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Exploiting Africa examines China’s role in Algeria, Ghana, and Tanzania from the 1950s to the 1970s. The Chinese arrived in Africa with little fanfare, yet they achieved an active presence that was more pragmatic than revolutionary. Though often couched in ideological rhetoric, Chinese goals in Africa were those of an aspiring world power. China skillfully used its limited diplomatic, intelligence, and economic means to shape events and to exploit its relationships to gain lasting influence on the continent. It is crucial to understand the nature and character of China’s historical actions in Africa in order to properly grasp the nation’s current and future policies. Rather than merely looking forward, one must look backward to comprehend the true nature of China in Africa.
“Donovan Chau’s Exploiting Africa makes a valuable and timely contribution to the burgeoning literature on China’s involvement in Africa today. In contrast to most extant accounts, this book demonstrates the link between the involvements of Maoist China on the continent from the 1950s to the 1970s. Although China’s Africa policy then was influenced by its ideological orientation, Chau argues convincingly that ‘China’s meddling’ was at a fundamental level pragmatically driven. In the long term, China was seeking to ensure access to Africa’s vast mineral resources for its own primarily economic objectives. Chau’s arguments are masterfully supported by empirical evidence from three case studies: Algeria, Ghana, and Tanzania.” —Edmond J. Keller, research professor of political science, University of California, Los Angeles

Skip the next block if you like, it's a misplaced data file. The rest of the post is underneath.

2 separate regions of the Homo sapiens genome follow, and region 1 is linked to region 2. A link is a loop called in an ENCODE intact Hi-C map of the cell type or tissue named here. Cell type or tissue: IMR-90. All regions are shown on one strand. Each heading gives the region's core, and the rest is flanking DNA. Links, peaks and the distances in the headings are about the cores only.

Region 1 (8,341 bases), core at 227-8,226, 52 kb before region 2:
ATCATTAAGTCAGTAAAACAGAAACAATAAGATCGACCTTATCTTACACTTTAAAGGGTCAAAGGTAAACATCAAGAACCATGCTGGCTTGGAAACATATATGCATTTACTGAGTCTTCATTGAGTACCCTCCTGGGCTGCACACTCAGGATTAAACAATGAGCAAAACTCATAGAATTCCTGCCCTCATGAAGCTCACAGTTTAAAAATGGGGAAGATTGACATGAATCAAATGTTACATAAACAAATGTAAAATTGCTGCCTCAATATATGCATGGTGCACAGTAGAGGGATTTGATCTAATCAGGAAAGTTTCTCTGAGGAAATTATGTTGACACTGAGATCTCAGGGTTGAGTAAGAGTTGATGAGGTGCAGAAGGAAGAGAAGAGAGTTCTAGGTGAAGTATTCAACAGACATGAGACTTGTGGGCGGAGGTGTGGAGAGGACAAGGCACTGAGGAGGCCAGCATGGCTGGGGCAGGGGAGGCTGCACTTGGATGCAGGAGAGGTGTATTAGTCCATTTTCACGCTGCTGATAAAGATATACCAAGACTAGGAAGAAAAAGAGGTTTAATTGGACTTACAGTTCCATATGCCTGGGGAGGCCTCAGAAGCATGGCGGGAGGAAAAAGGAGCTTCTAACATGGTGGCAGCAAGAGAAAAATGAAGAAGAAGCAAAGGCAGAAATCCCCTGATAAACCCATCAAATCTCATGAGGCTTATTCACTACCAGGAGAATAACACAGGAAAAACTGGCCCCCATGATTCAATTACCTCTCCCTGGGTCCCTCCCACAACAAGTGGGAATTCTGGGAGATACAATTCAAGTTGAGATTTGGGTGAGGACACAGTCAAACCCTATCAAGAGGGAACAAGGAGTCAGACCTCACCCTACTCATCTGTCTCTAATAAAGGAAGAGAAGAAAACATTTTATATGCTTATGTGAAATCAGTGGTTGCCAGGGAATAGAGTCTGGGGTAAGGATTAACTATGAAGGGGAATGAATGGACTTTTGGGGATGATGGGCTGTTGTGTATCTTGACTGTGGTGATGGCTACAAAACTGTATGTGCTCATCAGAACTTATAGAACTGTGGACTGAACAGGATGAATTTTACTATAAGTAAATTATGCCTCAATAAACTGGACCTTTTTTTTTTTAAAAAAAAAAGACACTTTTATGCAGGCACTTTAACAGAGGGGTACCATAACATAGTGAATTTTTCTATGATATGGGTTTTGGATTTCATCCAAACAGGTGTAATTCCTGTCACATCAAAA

“Even before China overtook the United States as Africa’s biggest trading partner in 2009, the expanding network of economic, political, and military ties that Beijing has cultivated across Africa has been cause for concern by policymakers and analysts in Washington. What many of them overlook, however, is that the recent activity is hardly the first Chinese foray into Africa. Donovan Chau’s examination of Communist China’s not inconsiderable efforts under Mao Zedong to gain influence in several post-independence African states not only lifts the veil on this little-known period, but also draws some tantalizing clues from the initial strategic engagement as to possible trajectories now that Beijing has emerged as one of the leading actors on the continent at a time when Africa as a whole enjoys both buoyant economic prospects and growing geopolitical importance.” —J. Peter Pham, director, Africa Center, Atlantic Council, and editor-in-chief, Journal of the Middle East and Africa
“Donovan Chau’s informative and often provocative analysis of Sino-African relations, from the 1955 Bandung Conference until the death of Mao Zedong, is a must-read for anyone wanting to understand the rising Asian power’s involvement in the continent today. Dispassionate and avoiding polemics, Exploiting Africa engagingly explores the PRC’s historical involvement in three case studies. Ultimately, Chau sounds the tocsin concerning Beijing’s ongoing geopolitical ambitions in Africa that world leaders will ignore at their own peril.” —George L. Simpson, professor of history at High Point University and editor of The Journal of the Middle East and Africa
Donovan C. Chau is an associate professor of political science at California State University. Earning a PhD from the University of Reading, Chau’s teaching and research focus on international politics, particularly in Asia and Africa.
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Exploiting Africa examines China’s role in Algeria, Ghana, and Tanzania from the 1950s to the 1970s...Read More